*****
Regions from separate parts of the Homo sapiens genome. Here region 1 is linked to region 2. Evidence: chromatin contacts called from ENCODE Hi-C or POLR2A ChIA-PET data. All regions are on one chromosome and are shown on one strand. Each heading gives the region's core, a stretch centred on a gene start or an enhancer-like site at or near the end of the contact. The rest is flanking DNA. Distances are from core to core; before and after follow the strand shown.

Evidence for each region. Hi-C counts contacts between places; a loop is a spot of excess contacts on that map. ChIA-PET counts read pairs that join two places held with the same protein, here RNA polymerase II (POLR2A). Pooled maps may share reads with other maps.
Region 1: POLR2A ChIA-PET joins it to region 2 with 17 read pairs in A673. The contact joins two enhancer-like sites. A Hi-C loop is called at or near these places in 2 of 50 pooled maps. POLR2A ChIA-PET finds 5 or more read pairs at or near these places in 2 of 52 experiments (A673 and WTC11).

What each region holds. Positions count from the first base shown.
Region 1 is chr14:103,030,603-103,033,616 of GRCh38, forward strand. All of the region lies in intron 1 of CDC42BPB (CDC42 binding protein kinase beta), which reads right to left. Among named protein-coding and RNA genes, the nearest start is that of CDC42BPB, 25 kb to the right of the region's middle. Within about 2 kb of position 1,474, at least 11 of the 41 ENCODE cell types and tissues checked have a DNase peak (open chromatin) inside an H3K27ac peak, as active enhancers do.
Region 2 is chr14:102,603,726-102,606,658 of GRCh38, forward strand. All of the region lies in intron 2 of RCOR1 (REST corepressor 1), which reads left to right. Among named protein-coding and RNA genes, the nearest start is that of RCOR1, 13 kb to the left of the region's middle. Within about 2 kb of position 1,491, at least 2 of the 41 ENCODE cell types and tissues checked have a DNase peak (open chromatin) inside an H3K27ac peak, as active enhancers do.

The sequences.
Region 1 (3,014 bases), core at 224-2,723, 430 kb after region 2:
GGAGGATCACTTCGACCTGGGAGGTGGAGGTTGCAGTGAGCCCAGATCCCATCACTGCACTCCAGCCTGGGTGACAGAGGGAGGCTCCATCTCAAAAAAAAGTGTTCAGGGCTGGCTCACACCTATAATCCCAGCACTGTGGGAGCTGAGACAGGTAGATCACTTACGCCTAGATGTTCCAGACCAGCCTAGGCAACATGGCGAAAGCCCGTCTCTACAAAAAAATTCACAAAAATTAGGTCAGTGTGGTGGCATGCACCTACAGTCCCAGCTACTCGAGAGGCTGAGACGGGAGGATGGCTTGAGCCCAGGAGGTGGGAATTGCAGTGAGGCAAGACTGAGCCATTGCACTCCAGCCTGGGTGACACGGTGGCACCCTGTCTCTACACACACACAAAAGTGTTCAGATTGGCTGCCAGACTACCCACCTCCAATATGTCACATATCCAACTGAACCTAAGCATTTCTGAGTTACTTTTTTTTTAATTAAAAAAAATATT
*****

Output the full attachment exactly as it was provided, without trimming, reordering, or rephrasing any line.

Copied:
Regions from separate parts of the Homo sapiens genome. Here region 1 is linked to region 2. Evidence: chromatin contacts called from ENCODE Hi-C or POLR2A ChIA-PET data. All regions are on one chromosome and are shown on one strand. Each heading gives the region's core, a stretch centred on a gene start or an enhancer-like site at or near the end of the contact. The rest is flanking DNA. Distances are from core to core; before and after follow the strand shown.

Evidence for each region. Hi-C counts contacts between places; a loop is a spot of excess contacts on that map. ChIA-PET counts read pairs that join two places held with the same protein, here RNA polymerase II (POLR2A). Pooled maps may share reads with other maps.
Region 1: POLR2A ChIA-PET joins it to region 2 with 17 read pairs in A673. The contact joins two enhancer-like sites. A Hi-C loop is called at or near these places in 2 of 50 pooled maps. POLR2A ChIA-PET finds 5 or more read pairs at or near these places in 2 of 52 experiments (A673 and WTC11).

What each region holds. Positions count from the first base shown.
Region 1 is chr14:103,030,603-103,033,616 of GRCh38, forward strand. All of the region lies in intron 1 of CDC42BPB (CDC42 binding protein kinase beta), which reads right to left. Among named protein-coding and RNA genes, the nearest start is that of CDC42BPB, 25 kb to the right of the region's middle. Within about 2 kb of position 1,474, at least 11 of the 41 ENCODE cell types and tissues checked have a DNase peak (open chromatin) inside an H3K27ac peak, as active enhancers do.
Region 2 is chr14:102,603,726-102,606,658 of GRCh38, forward strand. All of the region lies in intron 2 of RCOR1 (REST corepressor 1), which reads left to right. Among named protein-coding and RNA genes, the nearest start is that of RCOR1, 13 kb to the left of the region's middle. Within about 2 kb of position 1,491, at least 2 of the 41 ENCODE cell types and tissues checked have a DNase peak (open chromatin) inside an H3K27ac peak, as active enhancers do.

The sequences.
Region 1 (3,014 bases), core at 224-2,723, 430 kb after region 2:
GGAGGATCACTTCGACCTGGGAGGTGGAGGTTGCAGTGAGCCCAGATCCCATCACTGCACTCCAGCCTGGGTGACAGAGGGAGGCTCCATCTCAAAAAAAAGTGTTCAGGGCTGGCTCACACCTATAATCCCAGCACTGTGGGAGCTGAGACAGGTAGATCACTTACGCCTAGATGTTCCAGACCAGCCTAGGCAACATGGCGAAAGCCCGTCTCTACAAAAAAATTCACAAAAATTAGGTCAGTGTGGTGGCATGCACCTACAGTCCCAGCTACTCGAGAGGCTGAGACGGGAGGATGGCTTGAGCCCAGGAGGTGGGAATTGCAGTGAGGCAAGACTGAGCCATTGCACTCCAGCCTGGGTGACACGGTGGCACCCTGTCTCTACACACACACAAAAGTGTTCAGATTGGCTGCCAGACTACCCACCTCCAATATGTCACATATCCAACTGAACCTAAGCATTTCTGAGTTACTTTTTTTTTAATTAAAAAAAATATT